daily biblical sermons


WE LIVE IN HOPE OF SHARING IN THE GLORY OF GOD
Fr. Steven Scherrer, MM, ThD
Homily of Thursday, 21st Week of the Year, August 27, 2015
1 Thess. 3:7-13, Ps. 89, Matt. 24:42-51


Scripture quotations are from the RSV unless otherwise noted.

 

May he "establish your hearts unblamable in holiness before our God and Father, at the coming of our Lord Jesus with all his saints" (1 Thess. 3:13).


This is the hope for which we live, the Parousia or second coming of "our Lord Jesus with all his saints" (1 Thess. 3:13). This should not be a day which we fear and dread if we are "in Christ." St. Paul says, "We rejoice in our hope of sharing the glory of God" (Rom. 5:2). This should be a day that we long for. We are "awaiting our blessed hope, the appearing of the glory of our great God and Savior Jesus Christ, who gave himself to redeem us from all iniquity" (Titus 2:13-14).


If it were not for Christ's death on the cross and our faith in him, we would only be able to hope for God's unrelenting justice and wrath for our past sins at our death. Then the time of justice and reckoning would finally come upon us, and we would be held accountable for all the evil we have done. Then, finally, justice would be done, and we would have to pay up in full and make full and just reparation for all the sins that we did not already make reparation for before our death.


But all that has changed with our conversion to Christ. He makes the reparation for us. He sees that justice is done as regards our sins, because it is he who suffers and dies for them, not us. For those who are "in Christ," through faith in him, death is changed. Its sting is removed for those who have faith. The sting of death is our sins, for which justice will be done without mercy at our death. But Jesus removes for us the sting of death, which is our sins, by himself making full reparation for them on the cross. When we believe in him, we are reckoned righteous through our faith (Rom. 4:22-24). So for us who believe, the terror of death is removed, and it becomes instead the passage way into the fullness of life.


For those who are "in Christ," "‘death is swallowed up in victory.' ‘O death, where is thy victory? O death, where is thy sting?' The sting of death is sin, and the power of sin is the law. But thanks be to God, who gives us the victory through our Lord Jesus Christ" (1 Cor. 15:54-57).


Because of Christ, when we die, if we die "in Christ," we will meet mercy. Christ on the cross has already taken care of God's justice for us. He has satisfied it by his death in full and just reparation for all the sins of the world. It is those who are not "in Christ" who will meet the just wrath of God for their sins when they die.


Our task, then, is to live in hope, which will be fulfilled at our death, for then we shall begin to see the coming of the Lord with all his saints. Our task is to grow in holiness and seek to be blameless before him in all we do. We are to live in vigilance, watching and waiting, and preparing for his coming, that he may find us blameless when he comes. Our lives now should be completely focused on the Lord so that when he comes for us at our death, he may find us ready, watching in prayer, blameless in his sight. May he find us clothed in the righteousness of Christ and giving full evidence of it in the way we live, not for our own worldly pleasures, but for him who died and rose for us (2 Cor. 5:15).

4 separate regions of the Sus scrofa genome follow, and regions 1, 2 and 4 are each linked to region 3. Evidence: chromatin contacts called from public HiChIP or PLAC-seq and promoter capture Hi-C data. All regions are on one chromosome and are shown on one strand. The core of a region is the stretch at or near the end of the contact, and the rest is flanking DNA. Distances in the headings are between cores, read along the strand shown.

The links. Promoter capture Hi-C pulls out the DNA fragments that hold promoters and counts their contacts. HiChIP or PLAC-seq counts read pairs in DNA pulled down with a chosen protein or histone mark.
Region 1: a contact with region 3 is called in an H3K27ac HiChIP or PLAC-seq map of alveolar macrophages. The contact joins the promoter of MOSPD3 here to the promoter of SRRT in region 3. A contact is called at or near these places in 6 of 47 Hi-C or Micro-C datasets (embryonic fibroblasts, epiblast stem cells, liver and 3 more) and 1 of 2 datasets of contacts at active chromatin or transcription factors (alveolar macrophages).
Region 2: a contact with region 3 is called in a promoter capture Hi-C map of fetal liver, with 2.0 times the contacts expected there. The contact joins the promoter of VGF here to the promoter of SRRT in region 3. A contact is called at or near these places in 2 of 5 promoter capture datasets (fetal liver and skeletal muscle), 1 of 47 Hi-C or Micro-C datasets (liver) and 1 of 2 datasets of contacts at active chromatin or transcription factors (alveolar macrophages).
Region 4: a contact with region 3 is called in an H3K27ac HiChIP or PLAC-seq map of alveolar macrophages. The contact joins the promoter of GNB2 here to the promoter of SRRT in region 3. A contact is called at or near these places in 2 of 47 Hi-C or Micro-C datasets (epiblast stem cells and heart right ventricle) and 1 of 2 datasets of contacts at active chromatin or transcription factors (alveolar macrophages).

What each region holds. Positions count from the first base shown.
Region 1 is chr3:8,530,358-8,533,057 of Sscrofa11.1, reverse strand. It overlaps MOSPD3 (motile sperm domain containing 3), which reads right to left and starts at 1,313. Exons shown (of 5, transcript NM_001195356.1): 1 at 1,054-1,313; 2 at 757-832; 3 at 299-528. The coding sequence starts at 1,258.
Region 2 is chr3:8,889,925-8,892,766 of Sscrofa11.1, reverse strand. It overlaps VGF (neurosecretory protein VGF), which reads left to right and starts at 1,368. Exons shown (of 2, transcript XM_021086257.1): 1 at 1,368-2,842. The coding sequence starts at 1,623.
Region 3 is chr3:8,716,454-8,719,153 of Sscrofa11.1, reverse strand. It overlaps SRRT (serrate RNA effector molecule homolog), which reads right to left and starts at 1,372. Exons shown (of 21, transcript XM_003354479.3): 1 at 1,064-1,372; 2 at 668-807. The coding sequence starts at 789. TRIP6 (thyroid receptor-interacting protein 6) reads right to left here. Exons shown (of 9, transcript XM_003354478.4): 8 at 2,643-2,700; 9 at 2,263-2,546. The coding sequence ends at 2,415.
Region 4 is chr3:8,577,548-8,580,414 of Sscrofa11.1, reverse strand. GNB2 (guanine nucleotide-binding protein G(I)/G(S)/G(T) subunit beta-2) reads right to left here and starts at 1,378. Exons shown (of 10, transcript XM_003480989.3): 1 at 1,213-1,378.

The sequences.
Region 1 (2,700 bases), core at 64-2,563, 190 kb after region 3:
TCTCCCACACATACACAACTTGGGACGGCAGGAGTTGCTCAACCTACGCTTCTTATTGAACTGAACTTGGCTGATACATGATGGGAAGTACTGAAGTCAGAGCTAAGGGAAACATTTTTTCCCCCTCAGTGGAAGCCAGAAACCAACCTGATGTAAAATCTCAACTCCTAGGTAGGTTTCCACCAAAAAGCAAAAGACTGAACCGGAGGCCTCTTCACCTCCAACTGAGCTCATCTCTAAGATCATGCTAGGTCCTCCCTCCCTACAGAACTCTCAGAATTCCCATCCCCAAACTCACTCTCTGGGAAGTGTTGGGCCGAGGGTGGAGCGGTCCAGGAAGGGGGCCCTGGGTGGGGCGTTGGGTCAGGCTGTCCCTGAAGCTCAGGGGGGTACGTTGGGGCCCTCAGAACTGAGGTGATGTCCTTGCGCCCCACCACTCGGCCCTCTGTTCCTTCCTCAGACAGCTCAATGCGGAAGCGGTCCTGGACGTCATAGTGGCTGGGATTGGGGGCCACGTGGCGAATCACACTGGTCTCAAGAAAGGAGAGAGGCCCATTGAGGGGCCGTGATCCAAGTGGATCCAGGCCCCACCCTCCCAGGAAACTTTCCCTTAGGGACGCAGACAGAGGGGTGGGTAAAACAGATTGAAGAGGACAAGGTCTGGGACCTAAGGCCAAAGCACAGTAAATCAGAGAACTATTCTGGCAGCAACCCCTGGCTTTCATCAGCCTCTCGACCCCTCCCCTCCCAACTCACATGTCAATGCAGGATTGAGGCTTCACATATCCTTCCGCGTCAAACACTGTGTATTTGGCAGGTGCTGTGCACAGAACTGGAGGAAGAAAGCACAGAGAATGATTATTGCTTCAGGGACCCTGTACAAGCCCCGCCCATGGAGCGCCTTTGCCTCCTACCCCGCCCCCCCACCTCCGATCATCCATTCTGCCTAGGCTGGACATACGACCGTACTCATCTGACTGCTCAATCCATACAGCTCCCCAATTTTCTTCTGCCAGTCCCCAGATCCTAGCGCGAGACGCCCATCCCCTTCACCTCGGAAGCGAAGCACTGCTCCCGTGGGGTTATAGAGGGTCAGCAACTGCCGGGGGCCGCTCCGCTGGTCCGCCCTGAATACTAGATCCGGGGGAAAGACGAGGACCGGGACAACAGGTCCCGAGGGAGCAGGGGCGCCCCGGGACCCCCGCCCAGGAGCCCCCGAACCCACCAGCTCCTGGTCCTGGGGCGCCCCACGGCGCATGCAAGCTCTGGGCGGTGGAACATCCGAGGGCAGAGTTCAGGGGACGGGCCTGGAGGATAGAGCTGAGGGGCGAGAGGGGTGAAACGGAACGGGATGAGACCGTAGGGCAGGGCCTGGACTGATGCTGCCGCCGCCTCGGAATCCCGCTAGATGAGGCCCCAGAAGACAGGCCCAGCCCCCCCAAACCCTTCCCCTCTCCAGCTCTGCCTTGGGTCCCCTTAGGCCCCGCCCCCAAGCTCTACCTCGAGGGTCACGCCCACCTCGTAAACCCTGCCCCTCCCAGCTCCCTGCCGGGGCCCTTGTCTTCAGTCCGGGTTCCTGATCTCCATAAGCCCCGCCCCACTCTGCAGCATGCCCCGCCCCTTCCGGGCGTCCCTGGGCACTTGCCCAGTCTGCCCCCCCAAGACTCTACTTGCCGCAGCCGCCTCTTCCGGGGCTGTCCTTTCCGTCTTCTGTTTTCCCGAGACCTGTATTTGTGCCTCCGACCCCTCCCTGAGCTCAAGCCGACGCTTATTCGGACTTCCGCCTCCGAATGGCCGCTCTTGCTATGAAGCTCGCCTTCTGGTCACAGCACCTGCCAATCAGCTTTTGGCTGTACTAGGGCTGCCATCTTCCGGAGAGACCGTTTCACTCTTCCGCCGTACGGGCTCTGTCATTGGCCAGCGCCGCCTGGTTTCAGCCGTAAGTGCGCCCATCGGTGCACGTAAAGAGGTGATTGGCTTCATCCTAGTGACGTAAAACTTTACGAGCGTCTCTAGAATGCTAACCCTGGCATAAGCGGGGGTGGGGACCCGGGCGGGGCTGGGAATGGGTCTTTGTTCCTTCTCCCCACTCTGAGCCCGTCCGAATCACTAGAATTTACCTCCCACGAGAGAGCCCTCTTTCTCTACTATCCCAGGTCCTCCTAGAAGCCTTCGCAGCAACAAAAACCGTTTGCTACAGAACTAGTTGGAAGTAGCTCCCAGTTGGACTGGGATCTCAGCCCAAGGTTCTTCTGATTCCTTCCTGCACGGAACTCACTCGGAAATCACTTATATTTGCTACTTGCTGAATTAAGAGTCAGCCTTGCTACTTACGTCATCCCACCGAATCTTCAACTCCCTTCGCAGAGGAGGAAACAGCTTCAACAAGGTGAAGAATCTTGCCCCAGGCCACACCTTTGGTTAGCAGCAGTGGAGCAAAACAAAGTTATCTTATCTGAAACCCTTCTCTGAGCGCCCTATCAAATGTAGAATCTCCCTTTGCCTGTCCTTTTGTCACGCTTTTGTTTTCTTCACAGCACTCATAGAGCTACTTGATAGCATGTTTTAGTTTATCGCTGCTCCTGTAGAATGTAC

May he "establish your hearts unblamable in holiness before our God and Father, at the coming of our Lord Jesus with all his saints" (1 Thess. 3:13). This is a beautiful ideal. This is how the hope of God's coming for us at our death, or at his second coming, whichever comes first, should cause us to live, seeking to live in holiness, avoiding worldly pleasures that make us forget all this, and eagerly engaged in the Lord's service for the good of others and the extension of his kingdom in the world. We should be hard at work, like St. Paul, transforming the world into the kingdom of God by the witness of the way we live and by our word and our preaching of the good news of salvation in Jesus Christ.


We should live only for the Lord, seeking all our delight in him, denying ourselves worldly pleasures, living and eating very simply and plainly. In this way our hearts will not be divided and distracted from the Lord. Our love will go only and directly to him, and our life will be spent working in his service, extending his kingdom on earth.


If we want the Lord to have mercy on us when he comes and not exercise his wrathful justice upon us for our past sins, we must be clothed in his righteousness through our faith in him and then manifest our justification by faith in our new way of living for the Lord. We must in fact become the new man (Eph. 4:22-24), which Christ has made us.


And so we now live as a people of hope for the coming of the Lord, "and we rejoice in our hope of sharing the glory of God" when he comes for us (Rom. 5:2). We therefore live in peace with God, hoping for his coming, because we are justified by faith. "Therefore, since we are justified by faith, we have peace with God through our Lord Jesus Christ ... And we rejoice in our hope of sharing the glory of God" (Rom. 5:1-2).

 

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